The Prometheus isn’t exposed to the public load balancer, so you cannot verify your success so far. You can expose it temporarily or wait for Grafana.

Logback and Loki4j

If you use the Spring Boot, you probably already have spring-boot-starter-logging

library included. Therefore, you use logback as the default slf4j integration. Our job now is to configure it to send logs to Loki. Let’s start with the dependency:

<dependency>
   <groupId>com.github.loki4j</groupId>
   <artifactId>loki-logback-appender</artifactId>
   <version>1.1.0</version>
</dependency>

Now let’s configure it. The first file is called logback-spring.xml and located in the config server next to the application.yml (1) file.

<?xml version="1.0" encoding="UTF-8"?>
<configuration>

   <property name="LOG_PATTERN" value="%d{yyyy-MM-dd HH:mm:ss.SSS} %-5level [%thread] %logger - %msg%n"/>

   <appender name="Console" class="ch.qos.logback.core.ConsoleAppender">
       <encoder>
           <pattern>${LOG_PATTERN}</pattern>
       </encoder>
   </appender>
   <springProfile name="aws">
       <appender name="Loki" class="com.github.loki4j.logback.Loki4jAppender">
           <http>
               <url>${LOKI_URL}/loki/api/v1/push</url>
           </http>
           <format class="com.github.loki4j.logback.ProtobufEncoder">
               <label>
                   <pattern>application=spring-cloud-config-server,instance=${INSTANCE},level=%level</pattern>
               </label>
               <message>
                   <pattern>${LOG_PATTERN}</pattern>
               </message>
               <sortByTime>true</sortByTime>
           </format>
       </appender>
   </springProfile>

   <root level="INFO">
       <appender-ref ref="Console"/>
       <springProfile name="aws">
           <appender-ref ref="Loki"/>
       </springProfile>
   </root>
</configuration>

What do we have here? There are two appenders with the common pattern, and one root logger. So we start with pattern configuration <property name="LOG_PATTERN" value="%d{yyyy-MM-dd HH:mm:ss.SSS} %-5level [%thread] %logger - %msg%n"/>. Of course you can configure it, as you want.

Then, the standard console appender. As you can see, it uses the LOG_PATTERN.

Then you can see the com.github.loki4j.logback.Loki4jAppender appender. This way the library is being used. We’ve used <springProfile name="aws"> profile filter to enable it only in the AWS infrastructure and disable locally. We use the same when using the appender with appender-ref ref="Loki". Please note the label pattern, used here to label each log with custom tags (application, instance, level). Another important part here is Loki’s URL. We need to provide it as an environment variable for the ECS task. To do that, you need to add one more line to your aws_ecs_task_definition configuration in terraform.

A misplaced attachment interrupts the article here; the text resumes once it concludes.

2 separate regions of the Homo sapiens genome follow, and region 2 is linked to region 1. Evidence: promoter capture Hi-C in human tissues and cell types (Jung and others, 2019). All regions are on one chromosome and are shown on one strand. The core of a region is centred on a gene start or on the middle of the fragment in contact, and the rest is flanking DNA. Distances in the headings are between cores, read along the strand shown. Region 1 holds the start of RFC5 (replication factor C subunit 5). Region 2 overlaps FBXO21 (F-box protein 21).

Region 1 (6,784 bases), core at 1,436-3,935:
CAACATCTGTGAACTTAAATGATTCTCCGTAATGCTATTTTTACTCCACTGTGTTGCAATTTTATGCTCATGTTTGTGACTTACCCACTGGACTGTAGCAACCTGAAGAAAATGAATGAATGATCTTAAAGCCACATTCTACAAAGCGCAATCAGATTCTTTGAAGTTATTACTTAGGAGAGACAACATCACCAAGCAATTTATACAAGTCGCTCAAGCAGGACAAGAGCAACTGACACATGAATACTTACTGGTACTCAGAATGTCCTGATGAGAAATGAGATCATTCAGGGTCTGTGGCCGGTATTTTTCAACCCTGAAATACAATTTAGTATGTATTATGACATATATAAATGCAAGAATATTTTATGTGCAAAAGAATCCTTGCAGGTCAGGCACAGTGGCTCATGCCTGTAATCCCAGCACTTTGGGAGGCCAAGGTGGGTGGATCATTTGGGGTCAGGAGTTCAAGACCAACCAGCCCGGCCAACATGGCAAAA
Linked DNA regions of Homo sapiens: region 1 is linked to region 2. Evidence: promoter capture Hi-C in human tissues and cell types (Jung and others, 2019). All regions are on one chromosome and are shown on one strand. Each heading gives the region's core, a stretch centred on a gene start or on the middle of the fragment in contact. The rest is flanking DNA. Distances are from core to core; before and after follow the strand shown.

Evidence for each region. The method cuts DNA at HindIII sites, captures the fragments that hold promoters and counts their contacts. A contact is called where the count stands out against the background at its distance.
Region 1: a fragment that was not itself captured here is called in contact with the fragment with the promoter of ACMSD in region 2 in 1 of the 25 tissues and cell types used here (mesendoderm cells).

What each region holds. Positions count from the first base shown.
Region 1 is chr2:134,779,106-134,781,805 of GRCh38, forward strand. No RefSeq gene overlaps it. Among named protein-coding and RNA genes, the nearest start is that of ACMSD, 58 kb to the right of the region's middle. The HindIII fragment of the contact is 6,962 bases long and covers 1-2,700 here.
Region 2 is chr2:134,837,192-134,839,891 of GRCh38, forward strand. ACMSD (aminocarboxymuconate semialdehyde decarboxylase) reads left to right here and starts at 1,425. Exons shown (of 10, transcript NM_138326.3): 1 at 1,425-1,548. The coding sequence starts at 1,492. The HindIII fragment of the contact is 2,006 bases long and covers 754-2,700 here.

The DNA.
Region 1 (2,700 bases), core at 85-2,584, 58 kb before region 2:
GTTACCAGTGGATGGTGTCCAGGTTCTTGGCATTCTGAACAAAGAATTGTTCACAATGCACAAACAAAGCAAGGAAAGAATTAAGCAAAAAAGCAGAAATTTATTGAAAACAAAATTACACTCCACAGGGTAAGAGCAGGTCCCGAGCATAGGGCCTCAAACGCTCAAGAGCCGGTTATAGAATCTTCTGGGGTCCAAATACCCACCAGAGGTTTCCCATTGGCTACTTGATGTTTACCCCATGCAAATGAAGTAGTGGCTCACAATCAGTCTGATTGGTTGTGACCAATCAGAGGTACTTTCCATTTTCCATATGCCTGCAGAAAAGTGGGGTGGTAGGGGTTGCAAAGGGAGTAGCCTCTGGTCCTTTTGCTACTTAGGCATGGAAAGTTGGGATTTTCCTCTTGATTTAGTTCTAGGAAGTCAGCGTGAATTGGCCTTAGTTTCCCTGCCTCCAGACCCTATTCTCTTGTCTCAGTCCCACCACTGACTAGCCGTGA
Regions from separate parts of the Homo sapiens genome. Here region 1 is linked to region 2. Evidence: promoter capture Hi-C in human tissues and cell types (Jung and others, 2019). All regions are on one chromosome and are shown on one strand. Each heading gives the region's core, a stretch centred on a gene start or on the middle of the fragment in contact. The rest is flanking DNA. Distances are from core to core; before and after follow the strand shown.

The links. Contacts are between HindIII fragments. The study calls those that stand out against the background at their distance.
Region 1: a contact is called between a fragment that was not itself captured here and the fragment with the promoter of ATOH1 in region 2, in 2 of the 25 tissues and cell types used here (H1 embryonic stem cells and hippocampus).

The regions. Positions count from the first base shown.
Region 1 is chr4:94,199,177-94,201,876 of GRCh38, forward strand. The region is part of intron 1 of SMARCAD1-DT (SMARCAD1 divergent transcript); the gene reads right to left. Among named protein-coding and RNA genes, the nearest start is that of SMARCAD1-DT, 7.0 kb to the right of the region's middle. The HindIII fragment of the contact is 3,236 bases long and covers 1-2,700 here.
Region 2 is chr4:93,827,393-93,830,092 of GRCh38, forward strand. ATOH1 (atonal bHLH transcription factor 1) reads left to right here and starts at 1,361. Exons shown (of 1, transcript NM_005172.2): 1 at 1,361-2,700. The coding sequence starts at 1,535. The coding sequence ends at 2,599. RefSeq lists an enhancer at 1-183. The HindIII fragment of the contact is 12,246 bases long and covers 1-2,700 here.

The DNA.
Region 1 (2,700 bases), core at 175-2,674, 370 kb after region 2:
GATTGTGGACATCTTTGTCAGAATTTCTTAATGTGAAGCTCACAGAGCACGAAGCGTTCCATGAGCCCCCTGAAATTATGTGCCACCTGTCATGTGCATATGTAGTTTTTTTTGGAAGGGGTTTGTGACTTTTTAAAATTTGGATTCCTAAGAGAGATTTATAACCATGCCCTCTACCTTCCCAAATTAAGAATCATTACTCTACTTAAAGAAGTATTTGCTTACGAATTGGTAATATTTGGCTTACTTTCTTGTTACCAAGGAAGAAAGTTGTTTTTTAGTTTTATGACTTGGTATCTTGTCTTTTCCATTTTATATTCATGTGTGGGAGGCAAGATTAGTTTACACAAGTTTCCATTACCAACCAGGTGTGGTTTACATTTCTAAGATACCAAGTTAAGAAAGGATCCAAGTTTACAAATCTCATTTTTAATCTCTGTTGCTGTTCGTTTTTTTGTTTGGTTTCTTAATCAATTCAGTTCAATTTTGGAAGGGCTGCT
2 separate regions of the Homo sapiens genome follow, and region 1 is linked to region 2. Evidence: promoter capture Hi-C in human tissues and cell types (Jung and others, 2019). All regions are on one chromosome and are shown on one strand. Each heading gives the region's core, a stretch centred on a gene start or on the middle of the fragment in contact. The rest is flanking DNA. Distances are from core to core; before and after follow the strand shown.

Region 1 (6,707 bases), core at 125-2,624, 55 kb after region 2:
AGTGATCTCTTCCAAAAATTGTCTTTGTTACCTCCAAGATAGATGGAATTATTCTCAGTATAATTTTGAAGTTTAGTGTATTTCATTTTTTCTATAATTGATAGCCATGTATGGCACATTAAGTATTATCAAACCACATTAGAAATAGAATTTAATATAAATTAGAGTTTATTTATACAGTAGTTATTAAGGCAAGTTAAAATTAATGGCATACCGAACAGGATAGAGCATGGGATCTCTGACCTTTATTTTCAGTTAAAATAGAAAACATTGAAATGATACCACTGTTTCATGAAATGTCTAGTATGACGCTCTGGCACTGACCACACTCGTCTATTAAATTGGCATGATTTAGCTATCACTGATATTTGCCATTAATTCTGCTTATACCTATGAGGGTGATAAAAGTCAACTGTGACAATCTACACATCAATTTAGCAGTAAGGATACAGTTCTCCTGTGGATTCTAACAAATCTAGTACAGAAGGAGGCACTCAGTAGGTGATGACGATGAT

"environment" : [
...
 { "name" : "LOKI_URL", "value" : "loki.internal" }
],

As you can see, we defined “loki.internal” URL and we’re going to create it in a minute.

There are few issues with logback configuration for the config clients.

First of all, you need to provide the same LOKI_URL environment variable to each client, because you need Loki before reading config from the config server.

Now, let’s put another logback-spring.xml file in the config server next to the application.yml (2) file.

<?xml version="1.0" encoding="UTF-8"?>
<configuration>
   <property name="LOG_PATTERN" value="%d{yyyy-MM-dd HH:mm:ss.SSS} %-5level [%thread] %logger - %msg%n"/>
   <springProperty scope="context" name="APPLICATION_NAME" source="spring.application.name"/>

   <appender name="Console" class="ch.qos.logback.core.ConsoleAppender">
       <encoder>
           <pattern>\${LOG_PATTERN}</pattern>
       </encoder>
   </appender>
   <springProfile name="aws">
       <appender name="Loki" class="com.github.loki4j.logback.Loki4jAppender">
           <http>
               <requestTimeoutMs>15000</requestTimeoutMs>
               <url>\${LOKI_URL}/loki/api/v1/push</url>
           </http>
           <format class="com.github.loki4j.logback.ProtobufEncoder">
               <label>
                   <pattern>application=\${APPLICATION_NAME},instance=\${INSTANCE},level=%level</pattern>
               </label>
               <message>
                   <pattern>\${LOG_PATTERN}</pattern>
               </message>
               <sortByTime>true</sortByTime>
           </format>
       </appender>
 </springProfile>

   <root level="INFO">
       <appender-ref ref="Console"/>
       <springProfile name="aws"><appender-ref ref="Loki"/></springProfile>
   </root>
</configuration>

The first change to notice are slashes before environment variables (eg. \${LOG_PATTERN}). We need it to tell the config server not to resolve variables on it’s side (because it’s impossible). The next difference is a new variable <springProperty scope="context" name="APPLICATION_NAME" source="spring.application.name"/>. with this line and spring.application.name in all your applications each log will be tagged with a different name. There is also a trick with the ${INSTANCE} variable. As Prometheus uses IP address + port as an instance identifier and we want to use the same here, we need to provide this data to each instance separately.